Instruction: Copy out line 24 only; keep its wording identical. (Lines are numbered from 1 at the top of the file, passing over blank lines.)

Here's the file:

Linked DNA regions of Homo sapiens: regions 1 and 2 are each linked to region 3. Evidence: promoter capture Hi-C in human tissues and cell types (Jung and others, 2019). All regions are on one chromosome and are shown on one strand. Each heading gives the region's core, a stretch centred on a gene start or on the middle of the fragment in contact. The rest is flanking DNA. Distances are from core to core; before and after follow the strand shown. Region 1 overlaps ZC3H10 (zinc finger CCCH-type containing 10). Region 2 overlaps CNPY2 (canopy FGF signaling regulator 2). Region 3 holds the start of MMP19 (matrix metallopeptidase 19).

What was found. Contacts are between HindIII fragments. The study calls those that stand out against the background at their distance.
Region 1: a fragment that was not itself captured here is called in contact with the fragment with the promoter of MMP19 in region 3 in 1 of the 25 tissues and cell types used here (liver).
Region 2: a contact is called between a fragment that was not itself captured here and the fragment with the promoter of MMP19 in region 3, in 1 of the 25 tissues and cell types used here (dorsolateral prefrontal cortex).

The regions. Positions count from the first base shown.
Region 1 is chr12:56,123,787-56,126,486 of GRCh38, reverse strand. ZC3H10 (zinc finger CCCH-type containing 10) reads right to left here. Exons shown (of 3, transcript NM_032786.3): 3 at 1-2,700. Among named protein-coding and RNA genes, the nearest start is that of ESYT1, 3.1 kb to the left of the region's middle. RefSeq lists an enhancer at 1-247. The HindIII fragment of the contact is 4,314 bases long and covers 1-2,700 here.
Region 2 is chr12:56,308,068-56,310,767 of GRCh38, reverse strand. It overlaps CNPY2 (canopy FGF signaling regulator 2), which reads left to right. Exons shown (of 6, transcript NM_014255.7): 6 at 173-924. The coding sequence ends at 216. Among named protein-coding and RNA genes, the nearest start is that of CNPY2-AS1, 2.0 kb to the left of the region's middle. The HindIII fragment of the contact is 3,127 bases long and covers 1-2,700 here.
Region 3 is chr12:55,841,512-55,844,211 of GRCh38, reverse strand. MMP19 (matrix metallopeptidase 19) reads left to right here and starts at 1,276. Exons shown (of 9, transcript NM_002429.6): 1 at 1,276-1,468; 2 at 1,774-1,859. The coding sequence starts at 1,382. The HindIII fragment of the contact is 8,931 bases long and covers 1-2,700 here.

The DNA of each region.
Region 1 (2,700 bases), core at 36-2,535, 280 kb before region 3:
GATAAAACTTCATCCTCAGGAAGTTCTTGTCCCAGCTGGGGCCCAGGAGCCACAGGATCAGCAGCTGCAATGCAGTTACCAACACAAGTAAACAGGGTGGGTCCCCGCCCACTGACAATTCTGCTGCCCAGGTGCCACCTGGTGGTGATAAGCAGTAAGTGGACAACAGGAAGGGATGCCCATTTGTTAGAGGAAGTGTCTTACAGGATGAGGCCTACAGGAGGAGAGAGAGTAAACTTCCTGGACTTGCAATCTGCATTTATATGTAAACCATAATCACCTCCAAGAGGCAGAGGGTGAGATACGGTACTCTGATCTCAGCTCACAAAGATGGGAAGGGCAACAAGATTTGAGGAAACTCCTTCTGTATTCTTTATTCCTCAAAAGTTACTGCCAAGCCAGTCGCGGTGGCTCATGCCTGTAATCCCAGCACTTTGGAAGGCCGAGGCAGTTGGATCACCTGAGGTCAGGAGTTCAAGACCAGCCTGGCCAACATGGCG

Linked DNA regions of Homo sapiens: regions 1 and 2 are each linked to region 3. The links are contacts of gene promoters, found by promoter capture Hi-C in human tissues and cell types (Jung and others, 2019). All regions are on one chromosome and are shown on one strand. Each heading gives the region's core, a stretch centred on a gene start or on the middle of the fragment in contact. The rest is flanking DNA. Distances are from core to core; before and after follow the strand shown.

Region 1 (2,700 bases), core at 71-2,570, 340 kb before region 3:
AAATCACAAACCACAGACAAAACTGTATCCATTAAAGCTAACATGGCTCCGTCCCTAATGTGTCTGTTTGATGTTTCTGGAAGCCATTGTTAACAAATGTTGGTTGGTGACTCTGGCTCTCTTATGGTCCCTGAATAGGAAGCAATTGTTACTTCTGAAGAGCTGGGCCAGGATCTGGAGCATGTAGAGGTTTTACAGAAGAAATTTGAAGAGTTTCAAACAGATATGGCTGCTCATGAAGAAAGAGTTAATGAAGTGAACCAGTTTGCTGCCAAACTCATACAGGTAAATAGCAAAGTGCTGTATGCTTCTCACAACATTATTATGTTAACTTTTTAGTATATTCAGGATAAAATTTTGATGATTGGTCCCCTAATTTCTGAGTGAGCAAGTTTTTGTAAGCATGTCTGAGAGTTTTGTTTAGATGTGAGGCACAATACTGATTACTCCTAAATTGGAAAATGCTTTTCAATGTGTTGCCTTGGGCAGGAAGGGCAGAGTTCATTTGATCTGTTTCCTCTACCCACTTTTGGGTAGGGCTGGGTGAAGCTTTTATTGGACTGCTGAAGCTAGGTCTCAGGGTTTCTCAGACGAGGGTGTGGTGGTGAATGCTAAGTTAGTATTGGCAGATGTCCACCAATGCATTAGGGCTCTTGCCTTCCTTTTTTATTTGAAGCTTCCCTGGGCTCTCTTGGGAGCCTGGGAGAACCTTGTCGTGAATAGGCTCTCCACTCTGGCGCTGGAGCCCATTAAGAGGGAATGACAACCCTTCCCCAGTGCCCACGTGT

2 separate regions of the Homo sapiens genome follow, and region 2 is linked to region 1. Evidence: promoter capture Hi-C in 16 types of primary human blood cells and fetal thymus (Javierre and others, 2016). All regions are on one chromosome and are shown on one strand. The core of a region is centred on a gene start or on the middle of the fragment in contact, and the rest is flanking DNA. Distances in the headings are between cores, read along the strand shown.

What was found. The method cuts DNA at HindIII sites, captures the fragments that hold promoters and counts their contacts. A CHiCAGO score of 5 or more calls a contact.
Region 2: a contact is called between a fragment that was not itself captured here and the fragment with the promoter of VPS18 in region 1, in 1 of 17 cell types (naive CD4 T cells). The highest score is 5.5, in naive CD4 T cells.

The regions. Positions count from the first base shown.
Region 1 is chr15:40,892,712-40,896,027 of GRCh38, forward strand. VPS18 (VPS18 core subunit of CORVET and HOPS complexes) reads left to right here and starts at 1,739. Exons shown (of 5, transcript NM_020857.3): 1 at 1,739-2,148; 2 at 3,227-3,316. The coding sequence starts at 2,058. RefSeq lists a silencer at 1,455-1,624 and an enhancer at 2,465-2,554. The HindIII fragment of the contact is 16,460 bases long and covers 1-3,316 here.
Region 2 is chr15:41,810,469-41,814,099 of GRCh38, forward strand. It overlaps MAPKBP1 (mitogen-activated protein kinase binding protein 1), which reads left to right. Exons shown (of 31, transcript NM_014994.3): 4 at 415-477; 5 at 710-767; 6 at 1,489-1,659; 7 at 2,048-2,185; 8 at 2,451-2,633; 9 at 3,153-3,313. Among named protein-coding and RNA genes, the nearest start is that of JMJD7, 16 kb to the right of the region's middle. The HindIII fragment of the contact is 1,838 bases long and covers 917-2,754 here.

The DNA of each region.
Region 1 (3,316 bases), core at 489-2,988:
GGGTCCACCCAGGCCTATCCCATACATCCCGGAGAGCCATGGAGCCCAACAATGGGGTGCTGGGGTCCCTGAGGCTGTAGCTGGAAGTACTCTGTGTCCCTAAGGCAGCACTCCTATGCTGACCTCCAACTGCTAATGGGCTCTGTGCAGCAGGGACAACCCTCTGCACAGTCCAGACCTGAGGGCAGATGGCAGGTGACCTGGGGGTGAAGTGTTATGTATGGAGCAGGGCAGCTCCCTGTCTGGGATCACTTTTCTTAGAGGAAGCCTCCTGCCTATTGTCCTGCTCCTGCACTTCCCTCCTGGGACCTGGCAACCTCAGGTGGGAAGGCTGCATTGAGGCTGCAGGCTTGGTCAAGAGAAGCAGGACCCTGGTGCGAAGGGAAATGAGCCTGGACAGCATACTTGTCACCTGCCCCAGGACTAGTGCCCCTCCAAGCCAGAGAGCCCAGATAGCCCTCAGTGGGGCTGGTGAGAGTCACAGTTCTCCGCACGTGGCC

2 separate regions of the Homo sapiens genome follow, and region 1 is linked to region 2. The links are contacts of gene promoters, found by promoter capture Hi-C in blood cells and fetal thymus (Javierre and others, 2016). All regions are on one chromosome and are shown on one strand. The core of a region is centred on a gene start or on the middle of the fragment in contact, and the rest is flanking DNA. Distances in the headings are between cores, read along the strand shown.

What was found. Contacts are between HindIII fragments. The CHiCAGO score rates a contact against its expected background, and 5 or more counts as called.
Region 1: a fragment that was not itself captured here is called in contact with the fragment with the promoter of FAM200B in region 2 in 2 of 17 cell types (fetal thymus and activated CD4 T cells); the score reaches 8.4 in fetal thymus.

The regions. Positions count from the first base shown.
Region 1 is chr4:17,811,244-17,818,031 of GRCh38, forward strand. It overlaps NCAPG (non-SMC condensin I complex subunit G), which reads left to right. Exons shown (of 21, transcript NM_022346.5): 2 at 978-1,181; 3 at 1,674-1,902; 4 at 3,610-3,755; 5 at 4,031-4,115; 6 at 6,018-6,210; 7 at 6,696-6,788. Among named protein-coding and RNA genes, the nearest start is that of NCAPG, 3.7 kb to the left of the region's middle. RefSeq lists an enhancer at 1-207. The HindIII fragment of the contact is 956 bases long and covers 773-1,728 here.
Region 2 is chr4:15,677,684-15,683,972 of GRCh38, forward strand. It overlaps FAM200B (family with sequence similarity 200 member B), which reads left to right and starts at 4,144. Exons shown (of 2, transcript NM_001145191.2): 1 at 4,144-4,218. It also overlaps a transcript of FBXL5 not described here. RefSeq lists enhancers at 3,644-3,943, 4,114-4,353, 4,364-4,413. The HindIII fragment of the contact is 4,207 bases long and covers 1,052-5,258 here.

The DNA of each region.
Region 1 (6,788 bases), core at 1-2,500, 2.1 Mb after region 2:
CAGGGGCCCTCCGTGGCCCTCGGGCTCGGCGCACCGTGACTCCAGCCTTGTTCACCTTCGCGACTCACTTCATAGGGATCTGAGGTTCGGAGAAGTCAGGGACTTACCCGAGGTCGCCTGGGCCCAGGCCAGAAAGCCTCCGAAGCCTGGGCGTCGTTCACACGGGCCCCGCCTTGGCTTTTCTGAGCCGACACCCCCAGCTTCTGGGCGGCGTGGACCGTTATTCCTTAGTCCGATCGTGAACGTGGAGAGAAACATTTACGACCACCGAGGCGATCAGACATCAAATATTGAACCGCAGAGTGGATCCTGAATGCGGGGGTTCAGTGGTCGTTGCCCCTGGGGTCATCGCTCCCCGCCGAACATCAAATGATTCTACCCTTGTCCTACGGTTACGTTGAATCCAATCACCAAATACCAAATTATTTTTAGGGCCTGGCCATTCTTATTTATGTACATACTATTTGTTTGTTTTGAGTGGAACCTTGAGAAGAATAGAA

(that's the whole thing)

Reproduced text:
2 separate regions of the Homo sapiens genome follow, and region 1 is linked to region 2. The links are contacts of gene promoters, found by promoter capture Hi-C in blood cells and fetal thymus (Javierre and others, 2016). All regions are on one chromosome and are shown on one strand. The core of a region is centred on a gene start or on the middle of the fragment in contact, and the rest is flanking DNA. Distances in the headings are between cores, read along the strand shown.